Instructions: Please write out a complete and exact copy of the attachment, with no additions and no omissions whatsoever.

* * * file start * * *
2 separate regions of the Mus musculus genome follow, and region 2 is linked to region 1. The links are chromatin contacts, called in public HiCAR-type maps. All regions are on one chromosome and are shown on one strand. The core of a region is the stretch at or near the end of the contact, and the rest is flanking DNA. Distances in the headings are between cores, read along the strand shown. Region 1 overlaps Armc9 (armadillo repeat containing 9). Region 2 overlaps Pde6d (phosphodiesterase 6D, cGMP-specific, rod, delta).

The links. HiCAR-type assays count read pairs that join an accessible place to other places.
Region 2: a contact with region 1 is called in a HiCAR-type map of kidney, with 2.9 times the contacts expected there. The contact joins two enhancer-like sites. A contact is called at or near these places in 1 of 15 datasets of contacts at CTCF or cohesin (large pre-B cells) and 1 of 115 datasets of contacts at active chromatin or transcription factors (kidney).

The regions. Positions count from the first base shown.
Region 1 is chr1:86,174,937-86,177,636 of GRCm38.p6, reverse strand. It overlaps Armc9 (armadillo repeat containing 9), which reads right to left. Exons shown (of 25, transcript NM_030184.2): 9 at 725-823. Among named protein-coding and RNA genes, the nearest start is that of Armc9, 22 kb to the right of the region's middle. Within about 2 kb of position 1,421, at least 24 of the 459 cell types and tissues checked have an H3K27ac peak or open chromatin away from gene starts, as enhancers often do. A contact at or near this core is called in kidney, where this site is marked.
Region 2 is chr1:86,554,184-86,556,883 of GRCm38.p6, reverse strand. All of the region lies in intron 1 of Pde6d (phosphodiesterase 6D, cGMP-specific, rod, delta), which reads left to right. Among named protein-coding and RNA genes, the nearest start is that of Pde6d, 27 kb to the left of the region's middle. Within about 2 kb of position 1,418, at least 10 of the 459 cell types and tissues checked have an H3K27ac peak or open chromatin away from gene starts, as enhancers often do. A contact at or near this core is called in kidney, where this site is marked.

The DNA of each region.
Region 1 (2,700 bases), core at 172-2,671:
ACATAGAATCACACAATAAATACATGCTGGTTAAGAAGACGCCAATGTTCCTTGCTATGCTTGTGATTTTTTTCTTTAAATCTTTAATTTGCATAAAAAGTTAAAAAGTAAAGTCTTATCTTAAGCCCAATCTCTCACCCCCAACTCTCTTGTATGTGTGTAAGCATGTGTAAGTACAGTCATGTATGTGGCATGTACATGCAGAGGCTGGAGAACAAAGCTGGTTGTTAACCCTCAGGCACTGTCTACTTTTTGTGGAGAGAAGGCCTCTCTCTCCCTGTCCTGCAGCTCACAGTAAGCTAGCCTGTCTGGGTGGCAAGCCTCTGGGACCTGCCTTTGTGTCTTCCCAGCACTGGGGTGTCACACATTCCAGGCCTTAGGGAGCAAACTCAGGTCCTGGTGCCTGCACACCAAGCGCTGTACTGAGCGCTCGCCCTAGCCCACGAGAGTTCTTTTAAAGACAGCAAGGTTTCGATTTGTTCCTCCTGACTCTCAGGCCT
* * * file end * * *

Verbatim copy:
2 separate regions of the Mus musculus genome follow, and region 2 is linked to region 1. The links are chromatin contacts, called in public HiCAR-type maps. All regions are on one chromosome and are shown on one strand. The core of a region is the stretch at or near the end of the contact, and the rest is flanking DNA. Distances in the headings are between cores, read along the strand shown. Region 1 overlaps Armc9 (armadillo repeat containing 9). Region 2 overlaps Pde6d (phosphodiesterase 6D, cGMP-specific, rod, delta).

The links. HiCAR-type assays count read pairs that join an accessible place to other places.
Region 2: a contact with region 1 is called in a HiCAR-type map of kidney, with 2.9 times the contacts expected there. The contact joins two enhancer-like sites. A contact is called at or near these places in 1 of 15 datasets of contacts at CTCF or cohesin (large pre-B cells) and 1 of 115 datasets of contacts at active chromatin or transcription factors (kidney).

The regions. Positions count from the first base shown.
Region 1 is chr1:86,174,937-86,177,636 of GRCm38.p6, reverse strand. It overlaps Armc9 (armadillo repeat containing 9), which reads right to left. Exons shown (of 25, transcript NM_030184.2): 9 at 725-823. Among named protein-coding and RNA genes, the nearest start is that of Armc9, 22 kb to the right of the region's middle. Within about 2 kb of position 1,421, at least 24 of the 459 cell types and tissues checked have an H3K27ac peak or open chromatin away from gene starts, as enhancers often do. A contact at or near this core is called in kidney, where this site is marked.
Region 2 is chr1:86,554,184-86,556,883 of GRCm38.p6, reverse strand. All of the region lies in intron 1 of Pde6d (phosphodiesterase 6D, cGMP-specific, rod, delta), which reads left to right. Among named protein-coding and RNA genes, the nearest start is that of Pde6d, 27 kb to the left of the region's middle. Within about 2 kb of position 1,418, at least 10 of the 459 cell types and tissues checked have an H3K27ac peak or open chromatin away from gene starts, as enhancers often do. A contact at or near this core is called in kidney, where this site is marked.

The DNA of each region.
Region 1 (2,700 bases), core at 172-2,671:
ACATAGAATCACACAATAAATACATGCTGGTTAAGAAGACGCCAATGTTCCTTGCTATGCTTGTGATTTTTTTCTTTAAATCTTTAATTTGCATAAAAAGTTAAAAAGTAAAGTCTTATCTTAAGCCCAATCTCTCACCCCCAACTCTCTTGTATGTGTGTAAGCATGTGTAAGTACAGTCATGTATGTGGCATGTACATGCAGAGGCTGGAGAACAAAGCTGGTTGTTAACCCTCAGGCACTGTCTACTTTTTGTGGAGAGAAGGCCTCTCTCTCCCTGTCCTGCAGCTCACAGTAAGCTAGCCTGTCTGGGTGGCAAGCCTCTGGGACCTGCCTTTGTGTCTTCCCAGCACTGGGGTGTCACACATTCCAGGCCTTAGGGAGCAAACTCAGGTCCTGGTGCCTGCACACCAAGCGCTGTACTGAGCGCTCGCCCTAGCCCACGAGAGTTCTTTTAAAGACAGCAAGGTTTCGATTTGTTCCTCCTGACTCTCAGGCCT